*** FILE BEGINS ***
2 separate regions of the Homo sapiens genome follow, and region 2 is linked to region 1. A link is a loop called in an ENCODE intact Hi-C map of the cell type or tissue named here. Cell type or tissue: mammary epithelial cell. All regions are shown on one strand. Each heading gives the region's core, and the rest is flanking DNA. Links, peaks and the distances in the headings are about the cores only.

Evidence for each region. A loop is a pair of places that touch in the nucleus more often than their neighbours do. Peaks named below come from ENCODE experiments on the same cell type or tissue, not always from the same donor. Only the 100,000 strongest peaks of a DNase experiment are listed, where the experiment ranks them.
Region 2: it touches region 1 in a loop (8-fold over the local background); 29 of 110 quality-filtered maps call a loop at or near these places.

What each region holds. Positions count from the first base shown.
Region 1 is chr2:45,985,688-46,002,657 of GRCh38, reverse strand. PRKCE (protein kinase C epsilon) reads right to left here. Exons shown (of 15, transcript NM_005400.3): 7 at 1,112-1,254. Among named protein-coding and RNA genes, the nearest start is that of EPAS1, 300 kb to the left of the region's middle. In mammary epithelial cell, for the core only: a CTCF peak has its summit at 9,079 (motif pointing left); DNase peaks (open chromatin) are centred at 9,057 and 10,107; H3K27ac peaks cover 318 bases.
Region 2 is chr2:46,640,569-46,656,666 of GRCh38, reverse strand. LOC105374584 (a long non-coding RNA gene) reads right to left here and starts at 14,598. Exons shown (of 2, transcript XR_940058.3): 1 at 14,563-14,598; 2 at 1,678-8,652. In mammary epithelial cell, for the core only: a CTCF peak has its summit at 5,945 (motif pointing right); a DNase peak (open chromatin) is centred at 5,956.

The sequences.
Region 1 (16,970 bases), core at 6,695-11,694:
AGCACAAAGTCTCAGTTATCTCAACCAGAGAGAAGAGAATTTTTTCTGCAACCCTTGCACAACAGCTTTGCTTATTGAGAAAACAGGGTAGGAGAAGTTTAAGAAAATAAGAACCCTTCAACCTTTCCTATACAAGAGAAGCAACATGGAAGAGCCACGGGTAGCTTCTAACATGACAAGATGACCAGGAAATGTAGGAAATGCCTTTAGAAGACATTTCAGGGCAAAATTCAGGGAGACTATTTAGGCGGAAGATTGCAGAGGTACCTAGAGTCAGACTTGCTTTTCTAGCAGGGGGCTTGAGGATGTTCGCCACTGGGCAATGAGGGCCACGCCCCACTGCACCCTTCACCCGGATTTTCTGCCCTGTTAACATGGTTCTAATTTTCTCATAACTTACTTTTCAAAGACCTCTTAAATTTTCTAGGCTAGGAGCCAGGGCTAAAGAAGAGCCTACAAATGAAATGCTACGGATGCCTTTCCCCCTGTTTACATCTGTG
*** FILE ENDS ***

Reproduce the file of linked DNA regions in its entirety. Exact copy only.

2 separate regions of the Homo sapiens genome follow, and region 2 is linked to region 1. A link is a loop called in an ENCODE intact Hi-C map of the cell type or tissue named here. Cell type or tissue: mammary epithelial cell. All regions are shown on one strand. Each heading gives the region's core, and the rest is flanking DNA. Links, peaks and the distances in the headings are about the cores only.

Evidence for each region. A loop is a pair of places that touch in the nucleus more often than their neighbours do. Peaks named below come from ENCODE experiments on the same cell type or tissue, not always from the same donor. Only the 100,000 strongest peaks of a DNase experiment are listed, where the experiment ranks them.
Region 2: it touches region 1 in a loop (8-fold over the local background); 29 of 110 quality-filtered maps call a loop at or near these places.

What each region holds. Positions count from the first base shown.
Region 1 is chr2:45,985,688-46,002,657 of GRCh38, reverse strand. PRKCE (protein kinase C epsilon) reads right to left here. Exons shown (of 15, transcript NM_005400.3): 7 at 1,112-1,254. Among named protein-coding and RNA genes, the nearest start is that of EPAS1, 300 kb to the left of the region's middle. In mammary epithelial cell, for the core only: a CTCF peak has its summit at 9,079 (motif pointing left); DNase peaks (open chromatin) are centred at 9,057 and 10,107; H3K27ac peaks cover 318 bases.
Region 2 is chr2:46,640,569-46,656,666 of GRCh38, reverse strand. LOC105374584 (a long non-coding RNA gene) reads right to left here and starts at 14,598. Exons shown (of 2, transcript XR_940058.3): 1 at 14,563-14,598; 2 at 1,678-8,652. In mammary epithelial cell, for the core only: a CTCF peak has its summit at 5,945 (motif pointing right); a DNase peak (open chromatin) is centred at 5,956.

The sequences.
Region 1 (16,970 bases), core at 6,695-11,694:
AGCACAAAGTCTCAGTTATCTCAACCAGAGAGAAGAGAATTTTTTCTGCAACCCTTGCACAACAGCTTTGCTTATTGAGAAAACAGGGTAGGAGAAGTTTAAGAAAATAAGAACCCTTCAACCTTTCCTATACAAGAGAAGCAACATGGAAGAGCCACGGGTAGCTTCTAACATGACAAGATGACCAGGAAATGTAGGAAATGCCTTTAGAAGACATTTCAGGGCAAAATTCAGGGAGACTATTTAGGCGGAAGATTGCAGAGGTACCTAGAGTCAGACTTGCTTTTCTAGCAGGGGGCTTGAGGATGTTCGCCACTGGGCAATGAGGGCCACGCCCCACTGCACCCTTCACCCGGATTTTCTGCCCTGTTAACATGGTTCTAATTTTCTCATAACTTACTTTTCAAAGACCTCTTAAATTTTCTAGGCTAGGAGCCAGGGCTAAAGAAGAGCCTACAAATGAAATGCTACGGATGCCTTTCCCCCTGTTTACATCTGTG